Up until a few days ago, I could click a link to a locally stored .py file and Firefox would display it as a plain text file. This is what I want; e.g., it’s a way for me to organize notes, view examples I’ve created in the past, and like that.

Now when I click such a link, Firefox pops up a window asking me if I want to “Open with …” or “Save file”.

I installed Python 3.9.6 a few days ago, so I wondered if that was a coincidence. I don’t think it is, because I just went to another machine, where clicking a link to a .py file worked as desired, updated the Python on that machine, and now I’m seeing the same (unwanted) behavior. Therefore, I believe something might be going on with the Python installation process. However, it also seems to me like this should be something that I could fix in Firefox's settings somewhere.

I've tried a bunch of stuff suggested on Mozilla's pages, including deleting the handlers.json file in my Profile folder, running a full Refresh, and creating a new profile. None of these got me back to the old behavior. General Googling has not helped; most of the results are out of date, and/or advise installation of a Firefox extension (no longer checked for security holes by Mozilla).

Any ideas? Thanks in advance.

P.S. I've got a similar question posted on support.mozilla.org and discuss.python.org, and will update if I get any answers from either of those.

P.P.S. [ETA] Running on Windows 10 Pro, Firefox v90.0.2.

  • Start > Choose a default app for each type of file > Scroll to .py and set firefox as the default app.
    – hunsbct
    Aug 3, 2021 at 17:18
  • Thanks for the suggestion, but .py (or PY) does not appear in the list of possible file types in settings. Also, note what I said above about trying to set Firefox as the default app to open a .py file, from the pop-up window: it doesn't work, it just keeps popping up the same window in another new tab.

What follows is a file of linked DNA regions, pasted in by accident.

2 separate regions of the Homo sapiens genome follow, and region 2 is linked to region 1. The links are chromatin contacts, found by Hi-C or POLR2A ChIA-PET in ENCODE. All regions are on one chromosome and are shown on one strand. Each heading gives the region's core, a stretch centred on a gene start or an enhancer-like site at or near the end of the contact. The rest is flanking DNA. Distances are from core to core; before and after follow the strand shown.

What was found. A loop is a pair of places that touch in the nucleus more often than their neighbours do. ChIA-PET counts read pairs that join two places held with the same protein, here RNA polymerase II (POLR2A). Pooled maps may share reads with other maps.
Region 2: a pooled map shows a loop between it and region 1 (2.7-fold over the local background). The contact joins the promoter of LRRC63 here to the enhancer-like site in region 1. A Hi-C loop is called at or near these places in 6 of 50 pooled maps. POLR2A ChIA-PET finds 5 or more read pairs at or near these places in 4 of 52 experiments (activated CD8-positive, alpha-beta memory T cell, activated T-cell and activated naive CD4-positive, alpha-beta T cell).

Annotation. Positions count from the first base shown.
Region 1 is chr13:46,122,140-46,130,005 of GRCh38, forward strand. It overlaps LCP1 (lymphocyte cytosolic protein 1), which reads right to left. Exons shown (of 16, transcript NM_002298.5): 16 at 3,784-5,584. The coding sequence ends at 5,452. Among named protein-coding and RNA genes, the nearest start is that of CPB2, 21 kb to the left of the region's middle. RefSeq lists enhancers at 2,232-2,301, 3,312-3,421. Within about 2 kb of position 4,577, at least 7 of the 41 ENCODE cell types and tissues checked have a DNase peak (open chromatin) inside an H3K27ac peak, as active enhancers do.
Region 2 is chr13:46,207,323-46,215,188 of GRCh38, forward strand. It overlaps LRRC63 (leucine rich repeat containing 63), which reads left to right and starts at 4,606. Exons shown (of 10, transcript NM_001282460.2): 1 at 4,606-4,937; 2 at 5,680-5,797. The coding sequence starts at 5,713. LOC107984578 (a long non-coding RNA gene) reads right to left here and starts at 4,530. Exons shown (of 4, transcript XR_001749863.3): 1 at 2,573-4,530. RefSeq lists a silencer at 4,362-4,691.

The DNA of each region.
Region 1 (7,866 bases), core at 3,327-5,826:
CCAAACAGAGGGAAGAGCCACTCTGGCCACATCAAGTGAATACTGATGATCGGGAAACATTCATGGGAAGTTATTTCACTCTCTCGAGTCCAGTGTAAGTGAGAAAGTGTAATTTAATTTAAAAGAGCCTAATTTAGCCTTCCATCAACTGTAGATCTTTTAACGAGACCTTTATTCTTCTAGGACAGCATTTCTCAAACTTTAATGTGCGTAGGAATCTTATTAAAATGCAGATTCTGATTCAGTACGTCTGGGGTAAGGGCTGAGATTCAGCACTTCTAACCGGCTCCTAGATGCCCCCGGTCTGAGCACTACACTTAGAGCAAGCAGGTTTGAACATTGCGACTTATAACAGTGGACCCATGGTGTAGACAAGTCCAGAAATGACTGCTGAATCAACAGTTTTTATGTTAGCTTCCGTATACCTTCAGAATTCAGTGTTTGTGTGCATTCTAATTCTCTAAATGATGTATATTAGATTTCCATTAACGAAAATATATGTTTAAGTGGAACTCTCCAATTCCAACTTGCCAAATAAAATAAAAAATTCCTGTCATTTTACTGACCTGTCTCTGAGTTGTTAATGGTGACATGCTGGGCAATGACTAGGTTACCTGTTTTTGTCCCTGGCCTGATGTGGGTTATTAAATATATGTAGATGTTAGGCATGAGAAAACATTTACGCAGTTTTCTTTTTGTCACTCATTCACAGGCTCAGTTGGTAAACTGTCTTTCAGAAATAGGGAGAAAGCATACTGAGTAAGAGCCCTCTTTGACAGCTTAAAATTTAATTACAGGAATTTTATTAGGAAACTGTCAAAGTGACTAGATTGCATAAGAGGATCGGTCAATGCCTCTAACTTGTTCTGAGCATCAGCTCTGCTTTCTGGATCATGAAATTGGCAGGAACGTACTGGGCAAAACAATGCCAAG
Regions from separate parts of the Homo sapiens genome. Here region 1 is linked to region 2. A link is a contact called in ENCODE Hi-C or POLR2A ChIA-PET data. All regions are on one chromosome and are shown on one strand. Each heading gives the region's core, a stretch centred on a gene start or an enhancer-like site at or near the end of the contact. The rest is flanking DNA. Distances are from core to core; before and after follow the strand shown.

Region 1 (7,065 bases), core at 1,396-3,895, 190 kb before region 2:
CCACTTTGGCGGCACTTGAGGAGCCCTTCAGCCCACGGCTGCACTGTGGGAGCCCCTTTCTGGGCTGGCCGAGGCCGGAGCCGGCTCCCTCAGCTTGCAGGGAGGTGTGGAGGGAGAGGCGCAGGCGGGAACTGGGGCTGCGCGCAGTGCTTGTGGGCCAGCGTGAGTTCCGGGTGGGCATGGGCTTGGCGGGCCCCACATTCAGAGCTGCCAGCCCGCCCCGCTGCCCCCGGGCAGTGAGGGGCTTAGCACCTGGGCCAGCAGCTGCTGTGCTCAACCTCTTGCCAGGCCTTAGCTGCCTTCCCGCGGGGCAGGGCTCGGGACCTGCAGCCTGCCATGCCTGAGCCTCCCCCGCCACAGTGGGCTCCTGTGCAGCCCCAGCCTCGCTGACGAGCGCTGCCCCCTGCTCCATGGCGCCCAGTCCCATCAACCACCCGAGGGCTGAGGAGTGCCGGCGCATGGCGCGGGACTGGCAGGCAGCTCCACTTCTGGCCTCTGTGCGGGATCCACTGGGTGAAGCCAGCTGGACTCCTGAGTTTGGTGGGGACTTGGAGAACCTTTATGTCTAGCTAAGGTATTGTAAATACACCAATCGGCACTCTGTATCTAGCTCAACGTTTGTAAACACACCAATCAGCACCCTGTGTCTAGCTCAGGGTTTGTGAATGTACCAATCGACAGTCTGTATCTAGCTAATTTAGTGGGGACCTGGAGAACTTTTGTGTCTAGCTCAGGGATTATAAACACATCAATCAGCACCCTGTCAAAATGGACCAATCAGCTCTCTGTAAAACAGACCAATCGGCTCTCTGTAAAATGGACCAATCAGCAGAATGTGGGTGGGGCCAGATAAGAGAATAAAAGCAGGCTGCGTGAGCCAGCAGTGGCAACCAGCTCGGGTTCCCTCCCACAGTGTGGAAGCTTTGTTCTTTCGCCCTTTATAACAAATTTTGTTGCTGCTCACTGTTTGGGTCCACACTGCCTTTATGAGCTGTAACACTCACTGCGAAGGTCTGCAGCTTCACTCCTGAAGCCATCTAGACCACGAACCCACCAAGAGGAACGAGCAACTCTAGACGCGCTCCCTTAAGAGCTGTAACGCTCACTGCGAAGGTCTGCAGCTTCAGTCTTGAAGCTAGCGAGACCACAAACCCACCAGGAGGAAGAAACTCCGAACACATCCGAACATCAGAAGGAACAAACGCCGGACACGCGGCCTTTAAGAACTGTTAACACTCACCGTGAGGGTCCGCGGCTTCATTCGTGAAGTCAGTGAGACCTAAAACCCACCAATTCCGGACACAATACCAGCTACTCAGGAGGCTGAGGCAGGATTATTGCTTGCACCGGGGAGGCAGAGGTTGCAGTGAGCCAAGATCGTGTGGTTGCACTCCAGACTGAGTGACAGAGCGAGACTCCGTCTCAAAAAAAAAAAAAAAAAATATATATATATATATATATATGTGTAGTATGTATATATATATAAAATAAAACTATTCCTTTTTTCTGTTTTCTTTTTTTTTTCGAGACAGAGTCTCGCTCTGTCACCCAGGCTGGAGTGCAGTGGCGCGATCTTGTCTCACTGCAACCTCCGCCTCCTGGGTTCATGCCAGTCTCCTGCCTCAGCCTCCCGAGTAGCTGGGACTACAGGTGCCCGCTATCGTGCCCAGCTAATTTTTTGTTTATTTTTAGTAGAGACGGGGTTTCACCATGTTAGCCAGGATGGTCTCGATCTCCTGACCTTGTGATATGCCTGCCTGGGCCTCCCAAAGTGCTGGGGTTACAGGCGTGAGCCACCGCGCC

– bjkeefe
    Aug 3, 2021 at 17:24
  • Oh, sorry. You were talking about the Windows associations. No, I don't want to do that, because when I'm not in the browser, I want Python to run the .py files.
    – bjkeefe
    Aug 3, 2021 at 17:26
  • "I could click a link to a locally stored .py file" - It might be helpful to specify what link(s) you were actually clicking to get this behavior. Aug 3, 2021 at 17:41
  • Here is an example. I have files called "cheatsheet.html," which has got a dozen or so things that I had to write down to remember, back a few months ago. Typically, each of the items has a very quick bit of code, and then says something like this: <p>Example: <a href="file:///c:/bjk/Dropbox/notes/python/DCP/DCP0138/v02.py">DCP0138/v02.py</a></p> Note that the same problem (now) occurs if I open up a directory listing from within Firefox; e.g., "file:///c:/bjk/Dropbox/notes/python/cheatsheet/demos/" and then click a link to a .py file from there.
    – bjkeefe
    Aug 3, 2021 at 20:54

1 Answer 1


Not that many people seem to care, but just in case, for someone in the future …

When I didn’t find a solution to the above, I decided the least painful way to deal with the problem was to go into Settings > Applications in Firefox, and associate PY files with Emacs. So, now when I click a link to one of my local .py files, an Emacs window pops up, with that file in it.

Due to a typo a couple of days ago, I discovered another workaround: in the URL for the file, just append a dot, and then the proper file will open in the browser, as a plain text file, which is all I ever wanted. (Well, not all.) That is, this line in an HTML file will cause the file to open in a pop-up Emacs window …

<a href="file:///c:/some-dir/example.py">example.py</a>

… but this will open the same file, right in the browser (note the dot after the .py extension):

<a href="file:///c:/some-dir/example.py">example.py.</a>

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